• RV skills. Make sure that you are thoroughly familiar with your RV before you go. Don't make your cross-Canada trip the first trip in your RV. You should go camping in your RV for at least six weekends (preferably at six different campgrounds) before you head out on your great adventure. That way, you will know how to do basic things like dumping sewage, using the water and propane systems, and using campground electricity before you go, rather than having the extra burden of learning this while you are in unfamiliar places. Make sure your travelling companions know how to use the RV systems as well, so that one person isn't stuck with the burden of all the RV housekeeping tasks; assign regular responsibilities to each member of your group for arriving and departing. For example, one person can be responsible for always hooking up and unhooking electricity, water, and sewer, while another is responsible for switching on/off propane detectors, refrigerators. and running water through faucets,   Measure the height and length of your RV (including any rooftop antennas or air conditioning units), so that you know whether you can take it under low bridges, and whether ferries will consider your RV to be an overheight or overlength vehicle, requiring additional charges and special loading.
  • Passenger regulations for RVs vary according to province. If you are in a province which allows passengers to ride inside travel trailers, fifth wheel trailers, and pickup campers, you need to know that some provinces (e.g. BC, Alberta, Ontario & Newfoundland) do not allow passengers to ride in any of those units. Other provinces allow passengers in pickup campers only, but not in trailers; and some provinces allow passengers in pickup campers only if they are equipped with seat belts. Since you will be travelling across Canada, you will be limited by the most restrictive laws, so plan not to have anyone riding in your RV.

Step Two: Itinerary Research  

  • Check out for some excellent introductory info to what can be found along the Trans-Canada and some starting itinerary information. It has a detailed mile-by-mile (or kilometer-by-kilometer) list of waypoints along the highway.
  • Most cities and provinces produce excellent free tourist guides and tourist maps, available by mail for the price of a toll-free phone call, or available as an internet download. Get the information in February or early March to make sure you have the current year's information as soon as possible. To find out who to contact, visit the Inside Page for each province here at Trip Advisor, and click on the Inside Page for tourist board info.
  • Join the CAA (if you're not already a member) and get their free Tourbooks and maps for the entire country. And consider getting special CAA Road Service coverage for your RV. 
  • Look through the major Canadian travel guides at your local bookstore, and buy the one which best suits your interests and travel style.
  • Talk to friends, co-workers, relatives about your plans and see what they have to suggest, based on their own travels across the country.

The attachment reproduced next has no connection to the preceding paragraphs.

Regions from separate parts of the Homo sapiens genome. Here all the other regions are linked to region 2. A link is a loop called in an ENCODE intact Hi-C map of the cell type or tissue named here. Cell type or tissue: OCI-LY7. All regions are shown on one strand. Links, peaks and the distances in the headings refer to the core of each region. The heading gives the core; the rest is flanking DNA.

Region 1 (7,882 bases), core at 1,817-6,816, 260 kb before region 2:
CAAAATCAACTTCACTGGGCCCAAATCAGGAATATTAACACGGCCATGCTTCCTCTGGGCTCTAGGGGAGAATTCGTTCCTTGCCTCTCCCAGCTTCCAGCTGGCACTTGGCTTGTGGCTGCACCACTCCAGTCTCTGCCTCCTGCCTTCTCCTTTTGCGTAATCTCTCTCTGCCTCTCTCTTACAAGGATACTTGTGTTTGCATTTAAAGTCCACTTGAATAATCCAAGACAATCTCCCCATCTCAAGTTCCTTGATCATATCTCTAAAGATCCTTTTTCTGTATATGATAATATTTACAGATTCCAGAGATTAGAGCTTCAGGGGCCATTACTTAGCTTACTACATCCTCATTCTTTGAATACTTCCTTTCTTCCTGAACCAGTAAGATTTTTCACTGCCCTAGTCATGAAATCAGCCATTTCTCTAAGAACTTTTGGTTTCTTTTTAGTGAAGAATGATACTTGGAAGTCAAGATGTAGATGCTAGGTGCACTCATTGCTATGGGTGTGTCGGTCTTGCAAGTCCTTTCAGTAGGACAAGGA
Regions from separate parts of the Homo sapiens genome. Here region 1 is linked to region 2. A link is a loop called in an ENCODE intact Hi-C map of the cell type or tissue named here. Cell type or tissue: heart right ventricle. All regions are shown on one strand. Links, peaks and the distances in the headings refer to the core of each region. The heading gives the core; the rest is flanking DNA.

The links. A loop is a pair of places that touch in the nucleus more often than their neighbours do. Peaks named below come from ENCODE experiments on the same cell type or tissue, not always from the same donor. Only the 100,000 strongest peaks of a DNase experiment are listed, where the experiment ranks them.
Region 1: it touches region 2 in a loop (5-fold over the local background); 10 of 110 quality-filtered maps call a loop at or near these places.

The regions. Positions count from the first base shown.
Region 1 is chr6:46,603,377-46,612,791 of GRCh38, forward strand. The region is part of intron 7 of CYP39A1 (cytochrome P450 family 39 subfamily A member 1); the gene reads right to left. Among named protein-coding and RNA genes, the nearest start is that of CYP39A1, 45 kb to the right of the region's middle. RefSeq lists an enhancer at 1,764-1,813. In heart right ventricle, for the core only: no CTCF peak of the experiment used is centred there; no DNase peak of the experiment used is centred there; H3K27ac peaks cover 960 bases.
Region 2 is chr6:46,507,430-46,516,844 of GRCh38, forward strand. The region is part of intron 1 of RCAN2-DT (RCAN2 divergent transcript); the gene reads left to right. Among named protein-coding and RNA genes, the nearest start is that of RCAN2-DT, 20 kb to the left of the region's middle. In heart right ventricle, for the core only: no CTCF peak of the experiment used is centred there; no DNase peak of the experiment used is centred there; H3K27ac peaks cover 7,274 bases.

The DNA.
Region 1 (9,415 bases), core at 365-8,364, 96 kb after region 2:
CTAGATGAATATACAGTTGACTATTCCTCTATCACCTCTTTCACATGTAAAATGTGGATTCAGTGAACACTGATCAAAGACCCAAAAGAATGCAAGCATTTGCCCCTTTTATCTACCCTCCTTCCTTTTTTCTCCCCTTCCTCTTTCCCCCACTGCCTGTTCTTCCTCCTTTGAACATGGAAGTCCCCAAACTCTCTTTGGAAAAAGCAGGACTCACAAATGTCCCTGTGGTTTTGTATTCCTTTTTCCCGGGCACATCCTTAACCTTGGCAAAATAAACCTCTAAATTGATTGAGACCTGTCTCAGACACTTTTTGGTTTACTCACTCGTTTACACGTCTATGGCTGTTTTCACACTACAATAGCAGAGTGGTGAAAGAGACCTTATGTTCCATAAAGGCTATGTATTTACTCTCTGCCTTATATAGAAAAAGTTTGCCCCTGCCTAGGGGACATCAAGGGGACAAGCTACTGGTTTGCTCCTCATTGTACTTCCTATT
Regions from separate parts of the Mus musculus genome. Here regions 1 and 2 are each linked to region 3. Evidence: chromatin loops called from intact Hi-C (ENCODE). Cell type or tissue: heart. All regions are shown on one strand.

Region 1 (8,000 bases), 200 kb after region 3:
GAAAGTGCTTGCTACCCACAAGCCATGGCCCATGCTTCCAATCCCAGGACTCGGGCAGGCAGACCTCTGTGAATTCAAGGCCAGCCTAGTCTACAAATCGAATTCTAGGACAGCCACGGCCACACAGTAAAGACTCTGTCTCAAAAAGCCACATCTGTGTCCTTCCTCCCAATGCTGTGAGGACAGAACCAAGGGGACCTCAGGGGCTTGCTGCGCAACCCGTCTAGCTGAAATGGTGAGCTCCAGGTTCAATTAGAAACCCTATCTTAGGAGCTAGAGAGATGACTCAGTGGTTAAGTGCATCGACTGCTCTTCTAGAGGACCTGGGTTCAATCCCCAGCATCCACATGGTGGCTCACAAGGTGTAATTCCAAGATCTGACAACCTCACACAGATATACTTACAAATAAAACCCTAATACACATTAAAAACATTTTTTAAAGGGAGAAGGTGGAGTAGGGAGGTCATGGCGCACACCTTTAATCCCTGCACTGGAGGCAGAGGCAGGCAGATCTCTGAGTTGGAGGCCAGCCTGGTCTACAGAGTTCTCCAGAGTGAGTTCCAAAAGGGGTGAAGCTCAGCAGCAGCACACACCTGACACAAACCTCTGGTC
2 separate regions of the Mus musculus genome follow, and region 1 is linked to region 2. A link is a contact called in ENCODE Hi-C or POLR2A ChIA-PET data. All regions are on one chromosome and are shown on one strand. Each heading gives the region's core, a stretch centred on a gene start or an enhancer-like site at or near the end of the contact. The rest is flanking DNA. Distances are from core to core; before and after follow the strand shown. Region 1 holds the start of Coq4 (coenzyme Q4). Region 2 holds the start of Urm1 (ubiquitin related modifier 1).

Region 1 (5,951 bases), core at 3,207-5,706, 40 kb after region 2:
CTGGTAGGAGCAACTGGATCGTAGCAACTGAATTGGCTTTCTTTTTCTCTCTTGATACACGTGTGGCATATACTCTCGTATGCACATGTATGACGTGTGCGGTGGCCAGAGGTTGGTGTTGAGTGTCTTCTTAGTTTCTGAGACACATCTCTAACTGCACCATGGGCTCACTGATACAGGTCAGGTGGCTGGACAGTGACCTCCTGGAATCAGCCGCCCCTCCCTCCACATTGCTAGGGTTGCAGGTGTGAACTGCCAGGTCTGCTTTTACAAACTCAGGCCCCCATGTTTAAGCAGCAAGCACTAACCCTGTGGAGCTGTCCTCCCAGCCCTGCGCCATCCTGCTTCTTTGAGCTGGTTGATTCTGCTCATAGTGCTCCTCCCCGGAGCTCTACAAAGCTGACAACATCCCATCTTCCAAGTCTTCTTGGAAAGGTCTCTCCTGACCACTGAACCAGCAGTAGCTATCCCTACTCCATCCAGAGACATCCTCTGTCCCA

• And, of course, use TripAdvisor and Google to find out more.

Once you have this background information, you can draw up a wish list of destinations. With your traveling companion(s), decide which destinations you must visit, which ones you can skip, if necessary, and which ones you find merely intriguing.

Step Three: Itinerary Planning  

Here's where the hard work really kicks in. Use maps and a calculator to figure out your route, travel times, and how much time you want to spend in each area once you arrive. Don't forget to plan fuel stops, along with everything else; not every small town has a gas station, and on certain sections of roadway, where gas stations are few and far between, gas prices can be rather shocking. So it's wise to plan to fuel in larger centres.

Don't plan on doing very much driving at night. In Saskatchewan, the major cause of traffic deaths is collisions with deer on the highways. In Northern Ontario, as well as many other areas, even semi-trailer drivers respect the stopping power of the mighty moose. And in the Rockies, elk, deer, and moose pose a hazard, depending on the area.

For every five or six days spent driving or visiting tourist attractions, plan one "breakdown day" to be spent doing maintenance (e.g. oil change; repacking travel trailer wheel bearings -- they need to be repacked every 10,000 km or you risk a broken axle), getting repairs, or doing laundry / grocery shopping / catching up on your sleep / being sick.

Start attaching dates to your main stops; make sure you know of any major events that are taking place locally while you are there. On the negative side, they can affect campsite availability; on the plus side, you may enjoy participating, if you know what's going on.   For most locations, you won't need to worry about making reservations a long time in advance. Reserve a campsite about two weeks in advance for highly popular sites such as Cavendish, PEI , or Banff, Alberta; otherwise, a phone call a day or maybe two days in advance should be enough to assure you of a campsite for a weeknight. Make sure you have reservations made for Friday and Saturday nights on the preceding Tuesday or Wednesday (three or four days in advance).  If travelling to Newfoundland or Vancouver Island, and your RV is overheight or overlength, you will probably want to make a ferry reservation, particularly if you will be sailing on a weekend.